Sri Lanka forex markets search for direction after announcement

Oct 30, 2008 (LBO) – Sri Lanka’s forex markets and debt ran out of quotes as dealers searched for direction after the central bank said it was breaking a peg with the US dollar at 108.00 following prolonged intervention lasting over seven weeks. “We are not yet quoting a rate,” a dealer told LBO soon after the announcement.

Quotes in debt markets also dried up soon after, as dealers digested the latest policy direction of the monetary authority.

In the past Sri Lanka’s rupee had proved resilient and had stabilized with an initial fall soon after the central bank broke the peg, though there is a tendency for the rate to overshoot initially when a ‘float’ is started.

In August 2007, the central bank also broke the peg and floated the rupee and the market later stabilized.

Central Bank said it allowed the exchange rate to respond with ‘greater flexibility’ due to the slowing down of the global economy and a recent sharp appreciation in the US dollar.

Sri Lanka’s exporters have also complained that their competitiveness had been hurt.

“The envisaged limited depreciation is also timely since it will not adversely affect the declining trend in Sri Lanka’s inflation as global prices of petroleum, gas, wheat, sugar, milk powder, etc are declining and this trend is expected to continue during the next few months as well,” the Central Bank said.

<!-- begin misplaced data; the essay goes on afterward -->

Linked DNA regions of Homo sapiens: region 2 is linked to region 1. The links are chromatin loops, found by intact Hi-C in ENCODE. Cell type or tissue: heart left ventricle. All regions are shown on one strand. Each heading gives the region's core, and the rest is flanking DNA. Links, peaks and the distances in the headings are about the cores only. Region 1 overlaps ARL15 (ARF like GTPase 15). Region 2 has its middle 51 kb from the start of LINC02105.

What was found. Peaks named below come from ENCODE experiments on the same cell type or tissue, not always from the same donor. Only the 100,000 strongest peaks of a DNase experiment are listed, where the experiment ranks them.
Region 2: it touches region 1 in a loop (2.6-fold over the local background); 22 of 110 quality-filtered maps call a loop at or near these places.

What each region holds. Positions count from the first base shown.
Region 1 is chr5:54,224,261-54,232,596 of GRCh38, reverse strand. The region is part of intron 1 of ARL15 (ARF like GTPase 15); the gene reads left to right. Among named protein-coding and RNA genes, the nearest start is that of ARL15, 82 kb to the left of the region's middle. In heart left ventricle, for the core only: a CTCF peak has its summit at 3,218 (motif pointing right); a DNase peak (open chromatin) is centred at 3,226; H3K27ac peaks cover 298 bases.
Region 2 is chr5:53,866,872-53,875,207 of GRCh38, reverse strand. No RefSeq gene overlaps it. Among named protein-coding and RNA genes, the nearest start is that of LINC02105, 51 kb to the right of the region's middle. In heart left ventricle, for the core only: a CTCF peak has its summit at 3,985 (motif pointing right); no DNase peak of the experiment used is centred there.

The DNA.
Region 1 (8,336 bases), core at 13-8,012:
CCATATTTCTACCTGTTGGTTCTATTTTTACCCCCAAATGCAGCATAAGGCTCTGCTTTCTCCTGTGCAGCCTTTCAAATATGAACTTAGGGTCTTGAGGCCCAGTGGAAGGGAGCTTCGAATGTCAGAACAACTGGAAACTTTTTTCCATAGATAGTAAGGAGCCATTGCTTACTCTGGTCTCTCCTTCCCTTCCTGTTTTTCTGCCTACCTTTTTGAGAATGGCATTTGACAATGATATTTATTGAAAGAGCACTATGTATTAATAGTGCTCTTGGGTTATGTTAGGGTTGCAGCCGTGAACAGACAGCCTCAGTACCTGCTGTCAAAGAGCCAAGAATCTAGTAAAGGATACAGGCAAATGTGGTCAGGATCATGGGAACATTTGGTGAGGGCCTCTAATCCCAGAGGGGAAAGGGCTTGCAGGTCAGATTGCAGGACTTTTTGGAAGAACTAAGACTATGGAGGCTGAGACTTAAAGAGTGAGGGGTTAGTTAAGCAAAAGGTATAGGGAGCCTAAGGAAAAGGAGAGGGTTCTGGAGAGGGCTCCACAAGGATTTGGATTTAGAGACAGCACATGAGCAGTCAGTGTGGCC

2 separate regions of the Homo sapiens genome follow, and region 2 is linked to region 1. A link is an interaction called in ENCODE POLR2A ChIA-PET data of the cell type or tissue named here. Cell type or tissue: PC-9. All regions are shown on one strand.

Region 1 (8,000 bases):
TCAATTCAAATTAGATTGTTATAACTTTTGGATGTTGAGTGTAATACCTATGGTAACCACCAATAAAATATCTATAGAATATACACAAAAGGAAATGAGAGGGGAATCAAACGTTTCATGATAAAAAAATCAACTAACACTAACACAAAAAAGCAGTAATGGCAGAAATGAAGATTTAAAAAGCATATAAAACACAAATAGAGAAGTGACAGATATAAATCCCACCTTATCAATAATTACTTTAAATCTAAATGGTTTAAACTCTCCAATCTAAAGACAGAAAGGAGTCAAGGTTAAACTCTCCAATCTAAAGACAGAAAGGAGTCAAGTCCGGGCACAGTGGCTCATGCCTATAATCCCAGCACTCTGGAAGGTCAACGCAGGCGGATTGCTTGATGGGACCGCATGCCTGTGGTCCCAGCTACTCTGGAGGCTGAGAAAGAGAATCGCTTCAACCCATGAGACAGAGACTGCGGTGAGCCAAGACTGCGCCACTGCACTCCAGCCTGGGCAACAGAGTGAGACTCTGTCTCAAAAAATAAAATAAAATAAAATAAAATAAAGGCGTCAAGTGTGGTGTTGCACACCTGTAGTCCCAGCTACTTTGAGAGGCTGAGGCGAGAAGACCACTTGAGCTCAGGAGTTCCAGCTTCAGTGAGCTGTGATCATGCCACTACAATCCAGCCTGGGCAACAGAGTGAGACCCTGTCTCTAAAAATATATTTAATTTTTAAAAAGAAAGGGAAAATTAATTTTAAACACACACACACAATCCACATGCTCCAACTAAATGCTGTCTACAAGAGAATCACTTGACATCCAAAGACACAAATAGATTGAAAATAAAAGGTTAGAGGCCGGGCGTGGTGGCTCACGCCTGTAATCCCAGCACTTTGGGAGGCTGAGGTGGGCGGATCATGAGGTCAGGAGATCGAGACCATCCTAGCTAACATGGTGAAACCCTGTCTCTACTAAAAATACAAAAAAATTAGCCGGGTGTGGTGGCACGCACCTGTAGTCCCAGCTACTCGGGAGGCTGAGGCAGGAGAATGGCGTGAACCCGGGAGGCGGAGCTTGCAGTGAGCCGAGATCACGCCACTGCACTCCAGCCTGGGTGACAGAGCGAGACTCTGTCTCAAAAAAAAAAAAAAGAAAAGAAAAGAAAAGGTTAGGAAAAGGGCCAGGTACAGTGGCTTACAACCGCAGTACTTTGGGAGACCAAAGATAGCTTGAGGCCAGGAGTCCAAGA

“Therefore, as a measure of reducing pressure on the real sectors, the Central Bank would favour a limited depreciation of the Sri Lanka Rupee so as to enable the real sector to maintain Sri Lanka’s export competitiveness across all export and import competing industries.”
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Sri Lanka’s reserves fell to 2.6 billion dollars in mid-October due to currency defence, but analysts say a central bank that does not intervene in the market do not need any reserves to ensure economic stability.

In late 2000 Sri Lanka has had much lower levels of reserves, and after an initial fall, the rupee had stabilized.

An expatriate workforce remits large volumes of dollars to the country each month and together with export revenues, they are sufficient to meet import needs.

Imports also go up if there are capital inflows. Analysts say any decline in capital inflows is also unlikely to affect the exchange rate in the medium term, once the market settles, as imports will also moderate.